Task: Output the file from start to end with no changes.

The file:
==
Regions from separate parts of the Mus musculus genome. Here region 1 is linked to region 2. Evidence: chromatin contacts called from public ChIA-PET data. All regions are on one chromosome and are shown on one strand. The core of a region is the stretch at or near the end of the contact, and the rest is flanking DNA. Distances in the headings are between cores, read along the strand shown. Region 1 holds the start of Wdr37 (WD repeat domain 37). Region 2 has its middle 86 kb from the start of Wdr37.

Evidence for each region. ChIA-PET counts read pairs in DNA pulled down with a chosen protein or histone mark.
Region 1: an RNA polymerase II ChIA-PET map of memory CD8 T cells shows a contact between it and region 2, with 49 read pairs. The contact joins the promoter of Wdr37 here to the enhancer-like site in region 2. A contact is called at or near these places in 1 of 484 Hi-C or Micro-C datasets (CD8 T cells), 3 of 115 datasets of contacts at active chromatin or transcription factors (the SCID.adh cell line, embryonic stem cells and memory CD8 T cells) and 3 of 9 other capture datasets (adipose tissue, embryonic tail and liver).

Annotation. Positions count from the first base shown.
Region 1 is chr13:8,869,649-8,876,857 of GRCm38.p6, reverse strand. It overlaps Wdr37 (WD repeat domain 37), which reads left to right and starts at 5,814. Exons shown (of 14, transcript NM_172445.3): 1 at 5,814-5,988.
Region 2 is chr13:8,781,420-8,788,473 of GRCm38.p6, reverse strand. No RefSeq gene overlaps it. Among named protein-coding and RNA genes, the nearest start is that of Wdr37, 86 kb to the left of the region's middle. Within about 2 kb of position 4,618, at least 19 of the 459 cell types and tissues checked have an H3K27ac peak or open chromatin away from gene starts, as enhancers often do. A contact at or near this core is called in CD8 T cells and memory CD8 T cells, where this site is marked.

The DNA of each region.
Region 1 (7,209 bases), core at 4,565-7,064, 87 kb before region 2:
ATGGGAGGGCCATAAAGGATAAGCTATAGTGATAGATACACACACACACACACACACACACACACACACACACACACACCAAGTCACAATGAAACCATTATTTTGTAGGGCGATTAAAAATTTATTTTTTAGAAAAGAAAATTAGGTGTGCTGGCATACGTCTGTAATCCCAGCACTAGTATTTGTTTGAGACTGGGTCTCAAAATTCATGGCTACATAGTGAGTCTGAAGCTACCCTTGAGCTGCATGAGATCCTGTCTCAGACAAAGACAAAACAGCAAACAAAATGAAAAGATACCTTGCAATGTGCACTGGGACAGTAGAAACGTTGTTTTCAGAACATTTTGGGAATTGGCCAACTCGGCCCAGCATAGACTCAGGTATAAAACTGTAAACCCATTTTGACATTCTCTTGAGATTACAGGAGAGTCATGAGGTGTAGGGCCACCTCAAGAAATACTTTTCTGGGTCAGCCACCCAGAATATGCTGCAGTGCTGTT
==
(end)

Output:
Regions from separate parts of the Mus musculus genome. Here region 1 is linked to region 2. Evidence: chromatin contacts called from public ChIA-PET data. All regions are on one chromosome and are shown on one strand. The core of a region is the stretch at or near the end of the contact, and the rest is flanking DNA. Distances in the headings are between cores, read along the strand shown. Region 1 holds the start of Wdr37 (WD repeat domain 37). Region 2 has its middle 86 kb from the start of Wdr37.

Evidence for each region. ChIA-PET counts read pairs in DNA pulled down with a chosen protein or histone mark.
Region 1: an RNA polymerase II ChIA-PET map of memory CD8 T cells shows a contact between it and region 2, with 49 read pairs. The contact joins the promoter of Wdr37 here to the enhancer-like site in region 2. A contact is called at or near these places in 1 of 484 Hi-C or Micro-C datasets (CD8 T cells), 3 of 115 datasets of contacts at active chromatin or transcription factors (the SCID.adh cell line, embryonic stem cells and memory CD8 T cells) and 3 of 9 other capture datasets (adipose tissue, embryonic tail and liver).

Annotation. Positions count from the first base shown.
Region 1 is chr13:8,869,649-8,876,857 of GRCm38.p6, reverse strand. It overlaps Wdr37 (WD repeat domain 37), which reads left to right and starts at 5,814. Exons shown (of 14, transcript NM_172445.3): 1 at 5,814-5,988.
Region 2 is chr13:8,781,420-8,788,473 of GRCm38.p6, reverse strand. No RefSeq gene overlaps it. Among named protein-coding and RNA genes, the nearest start is that of Wdr37, 86 kb to the left of the region's middle. Within about 2 kb of position 4,618, at least 19 of the 459 cell types and tissues checked have an H3K27ac peak or open chromatin away from gene starts, as enhancers often do. A contact at or near this core is called in CD8 T cells and memory CD8 T cells, where this site is marked.

The DNA of each region.
Region 1 (7,209 bases), core at 4,565-7,064, 87 kb before region 2:
ATGGGAGGGCCATAAAGGATAAGCTATAGTGATAGATACACACACACACACACACACACACACACACACACACACACACCAAGTCACAATGAAACCATTATTTTGTAGGGCGATTAAAAATTTATTTTTTAGAAAAGAAAATTAGGTGTGCTGGCATACGTCTGTAATCCCAGCACTAGTATTTGTTTGAGACTGGGTCTCAAAATTCATGGCTACATAGTGAGTCTGAAGCTACCCTTGAGCTGCATGAGATCCTGTCTCAGACAAAGACAAAACAGCAAACAAAATGAAAAGATACCTTGCAATGTGCACTGGGACAGTAGAAACGTTGTTTTCAGAACATTTTGGGAATTGGCCAACTCGGCCCAGCATAGACTCAGGTATAAAACTGTAAACCCATTTTGACATTCTCTTGAGATTACAGGAGAGTCATGAGGTGTAGGGCCACCTCAAGAAATACTTTTCTGGGTCAGCCACCCAGAATATGCTGCAGTGCTGTT